Heart failure is the leading cause of death worldwide. After injury, such as a heart attack, millions of cardiac cells die, and heart function is severely compromised. In compensation for reduced pumping and to maintain cardiac function, surviving heart muscle cells increase in size, yet do not divide. This increases cardiac output, but also increases strain on surviving cardiac muscle through elevated oxygen consumption and heart rates. Together, these events produce a vicious cycle that leads to harmful remodeling of the heart, loss of more muscle cells and ultimately death. Given the lack of effective treatments, heart failure mortality rates after 30 days, 1 year, and 5 years of hospitalization are at 10, 22, and 42% respectively. Currently available therapies, such as drugs and mechanical devices, can improve heart function, but cannot reverse the loss of functional heart muscle. Hence, new approaches are required.
Recent research efforts have revealed that in lower vertebrate such as zebrafish and newts, heart muscle cell division is activated after injury to repair the heart. In mammals, however, cardiac muscle cells lose the potential to divide almost entirely after the neonatal stage of life.
Adult mammalian heart muscle cells do possess a miniscule ability to divide. However, this potential is not adequate to respond to extensive acute heart damage. Investigation into how cardiac muscle cells lose the ability to divide potentially allows us to develop new strategies to treat heart failure patients by stimulating growth of new cardiac muscle.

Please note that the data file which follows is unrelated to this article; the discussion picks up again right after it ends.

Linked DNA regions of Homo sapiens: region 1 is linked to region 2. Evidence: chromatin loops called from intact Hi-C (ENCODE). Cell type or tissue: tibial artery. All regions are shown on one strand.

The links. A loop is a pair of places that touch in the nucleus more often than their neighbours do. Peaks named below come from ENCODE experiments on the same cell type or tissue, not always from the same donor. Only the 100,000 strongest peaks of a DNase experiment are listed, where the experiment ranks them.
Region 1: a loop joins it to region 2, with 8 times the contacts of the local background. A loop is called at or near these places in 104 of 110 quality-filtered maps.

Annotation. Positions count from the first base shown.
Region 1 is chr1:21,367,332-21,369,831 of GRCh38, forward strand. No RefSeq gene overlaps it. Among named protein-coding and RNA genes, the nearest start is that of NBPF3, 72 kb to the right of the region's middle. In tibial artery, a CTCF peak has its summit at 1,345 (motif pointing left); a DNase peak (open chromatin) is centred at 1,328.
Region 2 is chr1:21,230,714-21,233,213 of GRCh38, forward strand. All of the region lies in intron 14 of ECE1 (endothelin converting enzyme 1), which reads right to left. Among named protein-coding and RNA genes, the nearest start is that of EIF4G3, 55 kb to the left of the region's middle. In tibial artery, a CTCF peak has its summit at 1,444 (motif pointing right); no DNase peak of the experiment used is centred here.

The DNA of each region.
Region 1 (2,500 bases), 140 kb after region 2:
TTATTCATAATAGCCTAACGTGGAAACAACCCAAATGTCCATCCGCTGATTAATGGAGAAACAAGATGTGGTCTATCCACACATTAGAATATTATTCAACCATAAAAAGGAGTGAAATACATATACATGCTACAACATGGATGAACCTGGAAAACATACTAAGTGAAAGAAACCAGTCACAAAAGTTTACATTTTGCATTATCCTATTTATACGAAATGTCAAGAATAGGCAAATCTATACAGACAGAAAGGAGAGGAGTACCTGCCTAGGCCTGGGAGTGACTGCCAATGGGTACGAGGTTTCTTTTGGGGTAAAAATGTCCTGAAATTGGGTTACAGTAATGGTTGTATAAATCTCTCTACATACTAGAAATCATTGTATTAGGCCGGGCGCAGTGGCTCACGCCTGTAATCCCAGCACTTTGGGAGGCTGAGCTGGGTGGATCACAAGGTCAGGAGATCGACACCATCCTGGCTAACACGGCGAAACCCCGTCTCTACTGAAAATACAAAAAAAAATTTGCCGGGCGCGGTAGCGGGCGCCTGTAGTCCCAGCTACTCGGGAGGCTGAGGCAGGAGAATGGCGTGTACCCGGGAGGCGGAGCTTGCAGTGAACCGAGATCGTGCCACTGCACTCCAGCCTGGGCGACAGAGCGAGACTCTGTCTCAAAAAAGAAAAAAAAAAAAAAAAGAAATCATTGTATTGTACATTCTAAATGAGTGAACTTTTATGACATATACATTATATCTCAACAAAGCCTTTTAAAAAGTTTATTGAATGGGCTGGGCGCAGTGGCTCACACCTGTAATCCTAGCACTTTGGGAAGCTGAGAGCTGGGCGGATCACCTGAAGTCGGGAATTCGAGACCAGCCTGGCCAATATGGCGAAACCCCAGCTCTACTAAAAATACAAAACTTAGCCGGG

The Hippo pathway is a network of genes that inhibits cell growth. Studies have shown that Hippo pathway activity increases after birth, coinciding with the loss of cardiac muscle cell division. Deletion of Hippo pathway genes in cardiac muscle promotes cell division and heart repair (see figure). In this review article published in WIREs Development Biology, Shijie Liu and James F. Martin summarize recent findings and discuss the role of the Hippo pathway in heart development and regeneration. They illustrate how the Hippo pathway responds to environmental cues to restrict cardiac muscle cell division and survival. They also propose that after birth, elevated activity of Hippo-promoting genes potentially leads to increased Hippo activity. Liu and Martin further examine the Hippo pathway in non-muscle cells of the heart and discuss the potential that Hippo signaling has in to regulate communication between cells.
Kindly contributed by Shijie Liu.